It was with Manhattan Transfer, his third published novel, that John Dos Passos made his first experiments in attempting in a novel to depict an entire society, that of a city that for him embodied the best and worst of American culture. The techniques he began using in this work came to fruition in the trilogy entitled U.S.A. (1937). Both Manhattan Transfer and U.S.A. use the same stripped, staccato style in their narrative passages, and the earlier work foreshadows the later trilogy in its rapid, abrupt shifts among a large and varied cast of characters. The speed of modern life is reflected not only in the style but also in those shifts, and the vividly colorful imagery adds to the effect.
Manhattan Transfer also prefigures U.S.A. in telling the stories of many characters while lacking a central plot. Such characters as Ellen Thatcher, Jimmy Herf, and George Baldwin receive more attention than others, but the novel can hardly be said to have a main protagonist. In fact, the central character is New York City. When Jimmy Herf escapes the clutches of the city at the end, he presumably saves his soul by heading for the hinterlands, but he leaves behind forever the city that made his life worth living.
Like other novels that intend to portray entire societies, Manhattan Transfer contains characters from many different economic and social levels (although it reflects the time of its creation in failing to include any African Americans among its major figures). The family that adopts Jimmy Herf is distinctly rich and upper class, and Herf’s uncle, Jeff Merivale, and other members of that family are very disappointed when as a young man he adopts the profession of newspaper reporter, a line of work much less prestigious than banking or law. It is even worse that Jimmy socializes with theater people and such “riffraff” and with Joe Harland, whom the Merivales no longer acknowledge as a relation.
In the story of Gus and Nellie McNiel, Dos Passos focuses attention on the laboring class and the political life of the city. The railroad accident that the lawyer George Baldwin turns into a modest fortune for Gus enables the onetime milkman to become a minor elected official and to set himself up as a friend of working men and women. Joe O’Keefe, the union organizer, provides another point of view on the struggles between labor and management.
The strongest thread holding the novel together is the story of Ellen Thatcher. Her birth is the focus of the early part of the novel, and her romances and marriages link such diverse characters as Jimmy Herf, the wealthy theatrical backer Harry Goldweiser, her first husband John Oglethorpe, and the lawyer George Baldwin. In his portrayal of Ellen and her activities, Dos Passos is also able to show the realities of the supposedly glamorous world of the theater. When after a series of ill-fated marriages and romances Ellen marries Jimmy Herf in Europe and returns to this country with him and their baby, Dos Passos is able to repudiate the conventional fictional happy ending. For this marriage is no more successful than the preceding ones, and when Jimmy leaves for the hinterlands, he leaves behind his wife and child as well as his career.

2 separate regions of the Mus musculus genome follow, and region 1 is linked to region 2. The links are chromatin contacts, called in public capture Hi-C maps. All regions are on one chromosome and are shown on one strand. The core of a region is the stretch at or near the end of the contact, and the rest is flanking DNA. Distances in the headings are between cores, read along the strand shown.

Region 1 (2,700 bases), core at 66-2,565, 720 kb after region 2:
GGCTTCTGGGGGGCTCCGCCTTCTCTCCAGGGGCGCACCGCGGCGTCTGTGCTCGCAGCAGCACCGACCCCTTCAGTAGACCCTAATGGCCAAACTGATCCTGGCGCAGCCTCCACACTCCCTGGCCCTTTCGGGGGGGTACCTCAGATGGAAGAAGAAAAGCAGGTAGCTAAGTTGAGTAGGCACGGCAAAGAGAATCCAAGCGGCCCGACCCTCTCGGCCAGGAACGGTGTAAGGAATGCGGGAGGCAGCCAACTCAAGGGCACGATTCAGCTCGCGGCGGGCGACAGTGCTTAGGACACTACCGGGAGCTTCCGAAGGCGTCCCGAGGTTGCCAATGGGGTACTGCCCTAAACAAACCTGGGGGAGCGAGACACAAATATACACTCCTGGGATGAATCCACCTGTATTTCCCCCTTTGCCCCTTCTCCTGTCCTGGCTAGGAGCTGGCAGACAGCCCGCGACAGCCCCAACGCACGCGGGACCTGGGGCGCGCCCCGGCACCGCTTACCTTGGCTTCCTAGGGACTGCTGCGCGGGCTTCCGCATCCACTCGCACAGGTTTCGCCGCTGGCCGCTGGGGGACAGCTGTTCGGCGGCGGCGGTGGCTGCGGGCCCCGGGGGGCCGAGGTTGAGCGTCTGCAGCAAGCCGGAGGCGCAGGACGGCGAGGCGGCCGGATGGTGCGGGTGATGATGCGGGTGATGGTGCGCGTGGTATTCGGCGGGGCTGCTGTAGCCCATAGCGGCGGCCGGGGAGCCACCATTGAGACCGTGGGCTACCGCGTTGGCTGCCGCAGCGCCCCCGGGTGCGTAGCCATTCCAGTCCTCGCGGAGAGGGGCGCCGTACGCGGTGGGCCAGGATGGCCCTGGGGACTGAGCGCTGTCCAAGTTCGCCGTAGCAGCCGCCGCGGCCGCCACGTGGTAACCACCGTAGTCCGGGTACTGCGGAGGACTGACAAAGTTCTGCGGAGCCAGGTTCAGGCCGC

Another important aspect of life during the Roaring Twenties is conveyed by the activities of the French sailor named Congo. He jumps ship in New York with a friend and stays in the city, eventually contracting a marriage of convenience with a woman who owns a restaurant where he is working. Congo eventually becomes...
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a wealthy bootlegger, and in narrating his life, Dos Passos depicts the world of the speakeasies. He also includes an episode in which Congo and the men who work for him engage in an exciting battle with the U.S. Coast Guard, which is trying to stop a shipment of illegal liquor.
Manhattan Transfer is in many ways the most successful novel of Dos Passos’s long and productive career, and it conveys as well as any novel of the time the frenetic pace of life in New York City during the 1920’s. While its scope is narrower than that of the trilogy U.S.A., this fact allows Dos Passos to avoid the sprawling structure of the later work and to provide a tighter focus on the cast of characters. It also was easier for him to convey the sense of life in a single city—even one as large and diverse as New York—than, as he later tried, the sense of life in an entire nation.
Perhaps most important, Manhattan Transfer does not carry the strong political message that marks U.S.A. The earlier novel makes it clear that Dos Passos’s sympathies are with working people rather than with their employers, with those driven to break the law rather than with those who enforce the law, and with outcasts rather than with pillars of the community. His views, however, are not yet informed by a specific doctrine as they were in later years. For its style, its depiction of city life, and its vigor, Manhattan Transfer remains one of the genuine classics of the twentieth century novel.